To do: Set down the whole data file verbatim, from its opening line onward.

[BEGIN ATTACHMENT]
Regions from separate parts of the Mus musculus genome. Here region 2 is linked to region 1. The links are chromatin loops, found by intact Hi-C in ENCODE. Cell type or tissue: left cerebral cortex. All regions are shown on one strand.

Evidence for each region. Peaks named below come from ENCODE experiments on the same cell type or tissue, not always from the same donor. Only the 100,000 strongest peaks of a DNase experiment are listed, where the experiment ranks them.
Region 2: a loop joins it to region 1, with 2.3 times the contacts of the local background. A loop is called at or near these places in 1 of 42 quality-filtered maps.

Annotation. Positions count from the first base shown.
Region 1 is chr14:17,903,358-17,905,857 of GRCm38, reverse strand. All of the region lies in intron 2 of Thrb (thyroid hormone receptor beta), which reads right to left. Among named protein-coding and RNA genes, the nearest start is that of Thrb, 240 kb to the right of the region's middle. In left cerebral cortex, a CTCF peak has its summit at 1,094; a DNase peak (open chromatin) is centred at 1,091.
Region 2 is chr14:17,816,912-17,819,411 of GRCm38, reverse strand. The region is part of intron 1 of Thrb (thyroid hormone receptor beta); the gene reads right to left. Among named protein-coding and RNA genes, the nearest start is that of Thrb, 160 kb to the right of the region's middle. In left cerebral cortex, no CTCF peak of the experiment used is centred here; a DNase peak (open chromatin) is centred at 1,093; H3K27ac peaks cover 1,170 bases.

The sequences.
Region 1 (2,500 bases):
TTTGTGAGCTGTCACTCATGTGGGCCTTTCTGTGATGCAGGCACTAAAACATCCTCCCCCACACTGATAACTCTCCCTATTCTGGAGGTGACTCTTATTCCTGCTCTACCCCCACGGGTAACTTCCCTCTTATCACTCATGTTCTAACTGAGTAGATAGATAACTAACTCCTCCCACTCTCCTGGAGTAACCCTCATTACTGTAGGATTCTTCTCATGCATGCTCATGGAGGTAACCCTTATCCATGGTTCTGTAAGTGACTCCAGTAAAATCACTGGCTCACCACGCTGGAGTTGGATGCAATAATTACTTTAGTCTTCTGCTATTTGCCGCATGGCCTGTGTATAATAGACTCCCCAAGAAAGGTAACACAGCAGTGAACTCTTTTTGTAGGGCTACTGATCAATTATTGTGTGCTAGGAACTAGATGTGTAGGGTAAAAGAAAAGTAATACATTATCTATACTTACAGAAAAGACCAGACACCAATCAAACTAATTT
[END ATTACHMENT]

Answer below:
Regions from separate parts of the Mus musculus genome. Here region 2 is linked to region 1. The links are chromatin loops, found by intact Hi-C in ENCODE. Cell type or tissue: left cerebral cortex. All regions are shown on one strand.

Evidence for each region. Peaks named below come from ENCODE experiments on the same cell type or tissue, not always from the same donor. Only the 100,000 strongest peaks of a DNase experiment are listed, where the experiment ranks them.
Region 2: a loop joins it to region 1, with 2.3 times the contacts of the local background. A loop is called at or near these places in 1 of 42 quality-filtered maps.

Annotation. Positions count from the first base shown.
Region 1 is chr14:17,903,358-17,905,857 of GRCm38, reverse strand. All of the region lies in intron 2 of Thrb (thyroid hormone receptor beta), which reads right to left. Among named protein-coding and RNA genes, the nearest start is that of Thrb, 240 kb to the right of the region's middle. In left cerebral cortex, a CTCF peak has its summit at 1,094; a DNase peak (open chromatin) is centred at 1,091.
Region 2 is chr14:17,816,912-17,819,411 of GRCm38, reverse strand. The region is part of intron 1 of Thrb (thyroid hormone receptor beta); the gene reads right to left. Among named protein-coding and RNA genes, the nearest start is that of Thrb, 160 kb to the right of the region's middle. In left cerebral cortex, no CTCF peak of the experiment used is centred here; a DNase peak (open chromatin) is centred at 1,093; H3K27ac peaks cover 1,170 bases.

The sequences.
Region 1 (2,500 bases):
TTTGTGAGCTGTCACTCATGTGGGCCTTTCTGTGATGCAGGCACTAAAACATCCTCCCCCACACTGATAACTCTCCCTATTCTGGAGGTGACTCTTATTCCTGCTCTACCCCCACGGGTAACTTCCCTCTTATCACTCATGTTCTAACTGAGTAGATAGATAACTAACTCCTCCCACTCTCCTGGAGTAACCCTCATTACTGTAGGATTCTTCTCATGCATGCTCATGGAGGTAACCCTTATCCATGGTTCTGTAAGTGACTCCAGTAAAATCACTGGCTCACCACGCTGGAGTTGGATGCAATAATTACTTTAGTCTTCTGCTATTTGCCGCATGGCCTGTGTATAATAGACTCCCCAAGAAAGGTAACACAGCAGTGAACTCTTTTTGTAGGGCTACTGATCAATTATTGTGTGCTAGGAACTAGATGTGTAGGGTAAAAGAAAAGTAATACATTATCTATACTTACAGAAAAGACCAGACACCAATCAAACTAATTT